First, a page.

This is our weekly log of desktop virtualization, enterprise mobility, and end user computing news.
Our blog posts
Jack: The top enterprise mobility management resources - August 2018 Edition. Learn about or get up to date on everything you need to know on enterprise mobility with this ultimate resource article.
Jack/Kyle: Parallels Desktop 14 shows the maturity of client hypervisors; but their role is evolving. Parallels announced Parallels Desktop 14 on Tuesday, providing users with performance improvements and feature tweaks. We couldn’t help but wonder about the changing role of client hypervisors.
Jack: Google’s Sean Ginevan talks Android Enterprise (Sponsored Podcast). Sean sat down with me to talk all about Android Enterprise. We covered everything from Google Cloud’s focus on the enterprise to Android work profiles and installing apps from unknown sources on BYOD/COPE devices. This podcast was sponsored by Android Enterprise.
Theresa: In the cloud era, what’s the role of Exchange 2019? With the popularity of Office 365, it’s kind of surprising to hear Microsoft released a public preview of Exchange 2019. So, we were curious about who would actually use it.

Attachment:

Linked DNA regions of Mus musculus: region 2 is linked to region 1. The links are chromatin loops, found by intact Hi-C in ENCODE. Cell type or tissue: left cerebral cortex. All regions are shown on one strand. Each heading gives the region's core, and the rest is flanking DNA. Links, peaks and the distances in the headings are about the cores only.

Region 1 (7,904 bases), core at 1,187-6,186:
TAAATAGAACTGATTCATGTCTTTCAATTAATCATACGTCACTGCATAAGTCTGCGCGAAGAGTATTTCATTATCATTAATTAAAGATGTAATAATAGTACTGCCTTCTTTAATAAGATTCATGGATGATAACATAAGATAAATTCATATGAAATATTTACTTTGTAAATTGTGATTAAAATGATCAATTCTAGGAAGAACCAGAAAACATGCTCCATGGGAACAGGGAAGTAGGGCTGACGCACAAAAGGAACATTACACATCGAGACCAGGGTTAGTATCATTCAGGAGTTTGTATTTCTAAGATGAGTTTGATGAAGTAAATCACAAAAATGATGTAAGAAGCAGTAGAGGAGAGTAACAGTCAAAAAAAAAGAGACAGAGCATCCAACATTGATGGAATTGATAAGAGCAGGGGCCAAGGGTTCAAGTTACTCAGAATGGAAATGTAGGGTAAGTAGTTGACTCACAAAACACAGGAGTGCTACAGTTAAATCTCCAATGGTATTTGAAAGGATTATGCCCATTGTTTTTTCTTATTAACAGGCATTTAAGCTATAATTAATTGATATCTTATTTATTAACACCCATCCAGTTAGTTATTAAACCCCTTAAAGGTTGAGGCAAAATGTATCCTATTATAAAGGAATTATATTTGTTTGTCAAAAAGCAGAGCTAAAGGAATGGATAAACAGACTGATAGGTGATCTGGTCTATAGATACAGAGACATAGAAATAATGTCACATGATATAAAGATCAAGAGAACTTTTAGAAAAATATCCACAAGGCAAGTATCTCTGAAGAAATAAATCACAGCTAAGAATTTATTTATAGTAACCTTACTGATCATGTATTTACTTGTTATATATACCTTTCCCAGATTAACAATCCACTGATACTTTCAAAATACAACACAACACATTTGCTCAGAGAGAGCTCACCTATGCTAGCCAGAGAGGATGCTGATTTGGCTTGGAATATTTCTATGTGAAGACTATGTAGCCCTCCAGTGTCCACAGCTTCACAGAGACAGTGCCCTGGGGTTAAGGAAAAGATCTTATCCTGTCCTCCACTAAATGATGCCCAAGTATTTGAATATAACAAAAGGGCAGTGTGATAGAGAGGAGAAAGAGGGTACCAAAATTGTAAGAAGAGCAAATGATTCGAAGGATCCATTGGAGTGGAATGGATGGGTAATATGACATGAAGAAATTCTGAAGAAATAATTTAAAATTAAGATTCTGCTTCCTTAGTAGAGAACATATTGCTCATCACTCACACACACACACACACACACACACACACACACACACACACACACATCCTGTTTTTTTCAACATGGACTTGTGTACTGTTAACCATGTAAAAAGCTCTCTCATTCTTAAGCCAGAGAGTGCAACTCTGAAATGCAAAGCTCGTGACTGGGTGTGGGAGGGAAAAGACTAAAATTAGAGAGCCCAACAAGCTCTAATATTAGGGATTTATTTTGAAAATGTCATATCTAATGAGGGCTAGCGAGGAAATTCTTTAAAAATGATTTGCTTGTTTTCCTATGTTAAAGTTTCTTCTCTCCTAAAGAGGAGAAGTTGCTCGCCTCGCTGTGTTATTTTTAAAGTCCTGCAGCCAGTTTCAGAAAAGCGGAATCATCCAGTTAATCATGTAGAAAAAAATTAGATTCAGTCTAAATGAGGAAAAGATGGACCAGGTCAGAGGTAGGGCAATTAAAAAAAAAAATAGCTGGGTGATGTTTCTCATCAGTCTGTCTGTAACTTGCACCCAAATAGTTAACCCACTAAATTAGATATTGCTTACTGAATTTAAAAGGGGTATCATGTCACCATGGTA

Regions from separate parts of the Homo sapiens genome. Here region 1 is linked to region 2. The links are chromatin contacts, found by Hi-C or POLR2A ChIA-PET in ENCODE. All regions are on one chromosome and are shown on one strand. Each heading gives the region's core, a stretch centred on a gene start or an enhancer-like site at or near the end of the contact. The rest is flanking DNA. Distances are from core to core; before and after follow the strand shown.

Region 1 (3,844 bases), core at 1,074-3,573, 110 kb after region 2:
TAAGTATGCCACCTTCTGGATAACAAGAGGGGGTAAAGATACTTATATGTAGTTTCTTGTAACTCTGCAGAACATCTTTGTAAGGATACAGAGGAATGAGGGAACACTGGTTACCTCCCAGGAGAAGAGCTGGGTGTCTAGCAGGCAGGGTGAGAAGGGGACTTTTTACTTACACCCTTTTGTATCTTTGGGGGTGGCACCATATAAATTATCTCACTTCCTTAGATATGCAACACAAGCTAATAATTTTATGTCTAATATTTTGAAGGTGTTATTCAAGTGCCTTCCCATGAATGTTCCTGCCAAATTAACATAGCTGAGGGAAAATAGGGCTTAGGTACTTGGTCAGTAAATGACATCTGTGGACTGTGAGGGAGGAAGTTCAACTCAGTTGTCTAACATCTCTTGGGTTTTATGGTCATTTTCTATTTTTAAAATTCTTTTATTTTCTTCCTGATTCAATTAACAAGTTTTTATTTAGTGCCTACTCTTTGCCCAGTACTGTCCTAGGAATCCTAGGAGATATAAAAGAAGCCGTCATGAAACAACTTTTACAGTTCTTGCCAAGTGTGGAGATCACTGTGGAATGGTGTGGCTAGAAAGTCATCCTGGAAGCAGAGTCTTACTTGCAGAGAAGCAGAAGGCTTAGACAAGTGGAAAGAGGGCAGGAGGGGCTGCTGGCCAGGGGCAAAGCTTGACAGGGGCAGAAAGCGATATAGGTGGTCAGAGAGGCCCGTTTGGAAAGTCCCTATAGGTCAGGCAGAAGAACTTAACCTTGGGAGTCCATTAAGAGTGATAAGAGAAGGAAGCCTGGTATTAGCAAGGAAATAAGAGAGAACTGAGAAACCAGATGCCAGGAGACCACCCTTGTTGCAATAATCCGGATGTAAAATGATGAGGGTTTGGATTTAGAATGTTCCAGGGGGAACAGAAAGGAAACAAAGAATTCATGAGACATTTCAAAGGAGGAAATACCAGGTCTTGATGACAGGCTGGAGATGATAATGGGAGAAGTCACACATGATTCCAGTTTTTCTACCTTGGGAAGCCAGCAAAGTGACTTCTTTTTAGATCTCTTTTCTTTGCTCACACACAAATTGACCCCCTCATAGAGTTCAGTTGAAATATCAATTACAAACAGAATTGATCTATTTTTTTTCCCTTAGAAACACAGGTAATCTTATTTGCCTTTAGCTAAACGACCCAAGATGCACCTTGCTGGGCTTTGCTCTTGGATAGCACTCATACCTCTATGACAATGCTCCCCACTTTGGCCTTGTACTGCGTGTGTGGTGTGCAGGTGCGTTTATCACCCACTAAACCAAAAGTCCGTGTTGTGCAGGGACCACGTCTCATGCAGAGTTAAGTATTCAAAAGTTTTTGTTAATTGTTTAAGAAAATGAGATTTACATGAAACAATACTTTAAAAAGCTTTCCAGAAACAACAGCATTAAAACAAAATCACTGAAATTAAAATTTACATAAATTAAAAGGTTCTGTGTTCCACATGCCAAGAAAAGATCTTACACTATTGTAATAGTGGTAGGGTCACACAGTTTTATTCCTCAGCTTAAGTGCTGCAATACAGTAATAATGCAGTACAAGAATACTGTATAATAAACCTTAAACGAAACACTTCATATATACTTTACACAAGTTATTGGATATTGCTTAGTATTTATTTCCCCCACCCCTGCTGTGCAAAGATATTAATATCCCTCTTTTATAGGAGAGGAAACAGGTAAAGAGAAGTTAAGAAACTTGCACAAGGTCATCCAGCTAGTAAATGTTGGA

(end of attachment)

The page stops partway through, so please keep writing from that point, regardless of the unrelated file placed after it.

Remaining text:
Kristin and Benny: An overview of multi-tenancy in Remote Desktop modern infrastructure (RDmi). RDS wasn’t designed with multi-tenancy in mind, so Microsoft looked to improve that in RDmi. Learn how it works and how to set it up.
Kyle: GeekOut 365 video: Use Remote Display Analyzer to determine ideal end-user experience. Barry Schiffer and Bram Wolfs created the Remote Display Analyzer to help users figure out the best remote display protocol configurations for end-user experience.
On Thursday, Liquidware held a webinar that included a public pre-briefing of their announcements coming out next week at VMworld. FlexApp 8.6 will support storing apps on object-based cloud storage (ProfileUnity gained similar abilities in April). FlexApp will also be able to extract and deploy App-V packages. On the monitoring side, Stratusphere UX will be able to monitor physical macOS devices, which I found interesting, given that it’s another sign of of how Macs are becoming “real” in the enterprise. There are plenty of other new features, so watch out for Liquidware’s announcements next week, or look out for a replay of the Inside Track webinar, which also includes AWS, NVIDIA, and Stratodesk.
Jamf Now—Jamf’s lighter, SMB-oriented Mac and iOS management platform—is adding support for distributing custom iOS apps and deploying macOS packages. This will be part of a new, more expensive Jamf Now SKU.
Samsung revealed new features in Knox 3.2, the latest version of their proprietary MDM API. They include a mix of new features, addressing DeX, security, and compliance (including GDPR).
VMware earnings: Q2 revenue is up 13% year-over-year.
Citrix announced support for Apple Business Manager.
Addigy, macOS, and DEP enrollment